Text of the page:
Thames Valley University became the latest university to receive a summons from a former pupil this week. And lawyers called for urgent clarification of the legal basis of universities' contracts with students predicting that growing numbers of dissatisfied students would demand compensation through the courts.
Thames Valley says there is no case to answer and is resisting the claims by a former HND computing student.
Ivan Walker, a lawyer specialising in education at Surrey solicitors firm Lawfords, warned universities to tread cautiously when making promises about courses in advertising material which formed a contractual document.
"While I have seen a lot of students looking for an excuse for their own failures I have also seen a growing number of genuine cases where students have argued a clear case of breach of contract."
Mr Walker is currently investigating the case of a Btec student suing a college because her course was allegedly too theoretical. "The issues are difficult," he said. "Who made the mistake? Did the college provide the wrong type of course or did the student sign up for an inappropriate programme?" Proceedings are also being issued against a London university by three discontented students, according to education lawyer Jaswinder Gill, who warned that damages could be "very substantial". "There is a trend now for students seeking to challenge universities in the courts if they do not fulfil their obligations to provide appropriate programmes of study."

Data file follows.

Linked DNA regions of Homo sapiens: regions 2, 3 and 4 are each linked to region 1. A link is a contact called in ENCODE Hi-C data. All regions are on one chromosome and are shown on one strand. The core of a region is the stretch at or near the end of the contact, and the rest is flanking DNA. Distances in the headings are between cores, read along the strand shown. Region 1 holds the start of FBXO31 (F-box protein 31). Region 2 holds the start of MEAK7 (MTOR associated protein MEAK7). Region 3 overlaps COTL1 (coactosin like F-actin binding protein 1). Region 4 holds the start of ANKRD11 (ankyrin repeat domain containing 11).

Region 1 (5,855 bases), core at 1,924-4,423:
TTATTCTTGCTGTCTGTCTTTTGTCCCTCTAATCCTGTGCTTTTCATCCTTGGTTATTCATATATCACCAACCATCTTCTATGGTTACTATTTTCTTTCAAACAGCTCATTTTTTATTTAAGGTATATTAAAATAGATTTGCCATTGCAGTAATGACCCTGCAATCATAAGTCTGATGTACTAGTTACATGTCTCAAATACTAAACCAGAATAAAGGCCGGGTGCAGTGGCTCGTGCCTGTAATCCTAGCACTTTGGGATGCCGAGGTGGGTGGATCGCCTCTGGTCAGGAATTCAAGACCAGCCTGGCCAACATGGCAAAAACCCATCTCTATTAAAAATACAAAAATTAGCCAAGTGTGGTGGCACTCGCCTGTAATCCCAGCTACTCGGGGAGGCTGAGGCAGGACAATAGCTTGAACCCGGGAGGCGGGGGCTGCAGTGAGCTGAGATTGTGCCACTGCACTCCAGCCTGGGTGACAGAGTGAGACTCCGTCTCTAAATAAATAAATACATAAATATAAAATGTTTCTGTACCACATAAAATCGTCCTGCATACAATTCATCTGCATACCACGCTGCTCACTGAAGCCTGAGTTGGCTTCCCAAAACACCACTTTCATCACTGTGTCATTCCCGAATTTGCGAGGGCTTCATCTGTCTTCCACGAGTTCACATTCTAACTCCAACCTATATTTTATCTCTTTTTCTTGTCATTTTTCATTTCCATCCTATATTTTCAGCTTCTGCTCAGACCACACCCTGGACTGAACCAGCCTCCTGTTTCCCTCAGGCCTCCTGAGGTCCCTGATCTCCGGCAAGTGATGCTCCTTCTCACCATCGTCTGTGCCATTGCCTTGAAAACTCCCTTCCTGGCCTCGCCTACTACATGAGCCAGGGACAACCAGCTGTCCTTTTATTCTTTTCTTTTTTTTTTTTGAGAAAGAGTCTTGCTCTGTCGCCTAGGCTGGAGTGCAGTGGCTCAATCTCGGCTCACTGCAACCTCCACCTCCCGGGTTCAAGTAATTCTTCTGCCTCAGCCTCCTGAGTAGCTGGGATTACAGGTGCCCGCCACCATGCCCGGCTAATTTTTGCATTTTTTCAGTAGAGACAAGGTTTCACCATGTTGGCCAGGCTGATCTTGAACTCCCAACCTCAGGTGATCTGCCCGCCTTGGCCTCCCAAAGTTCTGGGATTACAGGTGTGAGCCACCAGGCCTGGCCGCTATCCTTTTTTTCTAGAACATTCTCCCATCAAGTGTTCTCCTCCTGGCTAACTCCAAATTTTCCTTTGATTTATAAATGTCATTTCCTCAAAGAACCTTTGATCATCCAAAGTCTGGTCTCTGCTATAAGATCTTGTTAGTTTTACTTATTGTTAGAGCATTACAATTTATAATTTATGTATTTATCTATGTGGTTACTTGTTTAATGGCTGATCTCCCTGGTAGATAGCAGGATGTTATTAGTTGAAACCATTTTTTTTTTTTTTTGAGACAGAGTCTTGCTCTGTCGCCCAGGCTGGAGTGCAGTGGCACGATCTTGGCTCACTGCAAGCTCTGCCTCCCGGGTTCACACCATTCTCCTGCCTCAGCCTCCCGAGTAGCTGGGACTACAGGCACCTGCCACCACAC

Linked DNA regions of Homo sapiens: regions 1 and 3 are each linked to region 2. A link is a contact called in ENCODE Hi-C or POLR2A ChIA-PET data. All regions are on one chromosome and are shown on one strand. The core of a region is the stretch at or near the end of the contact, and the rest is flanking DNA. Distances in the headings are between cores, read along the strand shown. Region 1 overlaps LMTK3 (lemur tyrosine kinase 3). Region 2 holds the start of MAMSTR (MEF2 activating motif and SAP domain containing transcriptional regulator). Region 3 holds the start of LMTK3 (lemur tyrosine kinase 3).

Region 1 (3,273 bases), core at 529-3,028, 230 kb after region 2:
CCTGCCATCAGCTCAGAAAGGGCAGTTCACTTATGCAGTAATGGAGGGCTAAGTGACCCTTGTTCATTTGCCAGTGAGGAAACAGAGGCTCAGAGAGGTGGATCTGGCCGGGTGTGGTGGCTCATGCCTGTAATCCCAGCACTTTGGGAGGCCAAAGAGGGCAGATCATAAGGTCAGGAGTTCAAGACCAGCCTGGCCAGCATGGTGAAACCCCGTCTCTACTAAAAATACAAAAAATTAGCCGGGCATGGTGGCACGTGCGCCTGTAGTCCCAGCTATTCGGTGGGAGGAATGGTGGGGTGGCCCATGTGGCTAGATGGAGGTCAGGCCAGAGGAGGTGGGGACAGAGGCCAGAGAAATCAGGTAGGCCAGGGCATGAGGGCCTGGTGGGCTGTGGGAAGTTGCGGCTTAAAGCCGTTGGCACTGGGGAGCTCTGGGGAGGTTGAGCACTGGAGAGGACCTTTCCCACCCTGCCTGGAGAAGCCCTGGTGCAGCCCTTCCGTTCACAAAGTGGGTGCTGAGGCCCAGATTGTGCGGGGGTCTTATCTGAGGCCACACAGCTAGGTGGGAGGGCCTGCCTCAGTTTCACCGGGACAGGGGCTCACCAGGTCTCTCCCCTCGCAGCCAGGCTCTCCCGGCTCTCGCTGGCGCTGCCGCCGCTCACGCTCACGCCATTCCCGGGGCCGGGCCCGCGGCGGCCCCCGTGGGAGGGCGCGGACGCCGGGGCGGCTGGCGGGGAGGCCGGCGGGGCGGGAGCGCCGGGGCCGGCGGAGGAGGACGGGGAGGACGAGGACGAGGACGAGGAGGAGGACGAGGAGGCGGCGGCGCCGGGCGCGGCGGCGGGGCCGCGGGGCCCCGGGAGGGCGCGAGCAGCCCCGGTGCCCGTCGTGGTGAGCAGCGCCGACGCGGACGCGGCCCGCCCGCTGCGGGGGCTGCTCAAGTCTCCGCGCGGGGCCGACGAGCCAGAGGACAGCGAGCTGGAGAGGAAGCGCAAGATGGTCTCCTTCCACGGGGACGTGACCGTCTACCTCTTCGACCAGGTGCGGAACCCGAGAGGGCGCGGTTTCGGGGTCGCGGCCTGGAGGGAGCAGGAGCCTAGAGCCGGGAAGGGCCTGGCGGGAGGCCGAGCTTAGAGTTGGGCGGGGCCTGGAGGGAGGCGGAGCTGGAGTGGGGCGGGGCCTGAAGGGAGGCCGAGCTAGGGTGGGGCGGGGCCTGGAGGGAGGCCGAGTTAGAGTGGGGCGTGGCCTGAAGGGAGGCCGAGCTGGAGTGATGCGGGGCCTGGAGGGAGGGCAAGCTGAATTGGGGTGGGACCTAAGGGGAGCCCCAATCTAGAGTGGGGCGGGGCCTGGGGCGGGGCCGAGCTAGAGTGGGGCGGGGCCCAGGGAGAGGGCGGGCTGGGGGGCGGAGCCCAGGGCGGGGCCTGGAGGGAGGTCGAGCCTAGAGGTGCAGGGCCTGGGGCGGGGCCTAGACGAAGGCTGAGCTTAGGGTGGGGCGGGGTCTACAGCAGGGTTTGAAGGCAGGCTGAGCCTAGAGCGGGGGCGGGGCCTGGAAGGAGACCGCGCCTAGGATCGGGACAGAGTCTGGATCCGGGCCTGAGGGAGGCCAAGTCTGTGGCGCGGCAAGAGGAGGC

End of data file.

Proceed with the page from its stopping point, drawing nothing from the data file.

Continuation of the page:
Mr Gill said there was clearly a legal contract between student and university. But Dennis Farrington, an academic lawyer at Stirling University, said a breach of contract of this nature was highly unusual in higher education. "I would like the courts to establish clearly that any contractual relationship exists."
Clive Booth, vice chancellor of Oxford Brookes University, argued for a quick-fix arbitration service to settle disputes. Dr Booth, chairman of a Committee of Vice Chancellors and Principals working party reviewing student complaints procedures, said the London case exemplified the problem he was addressing.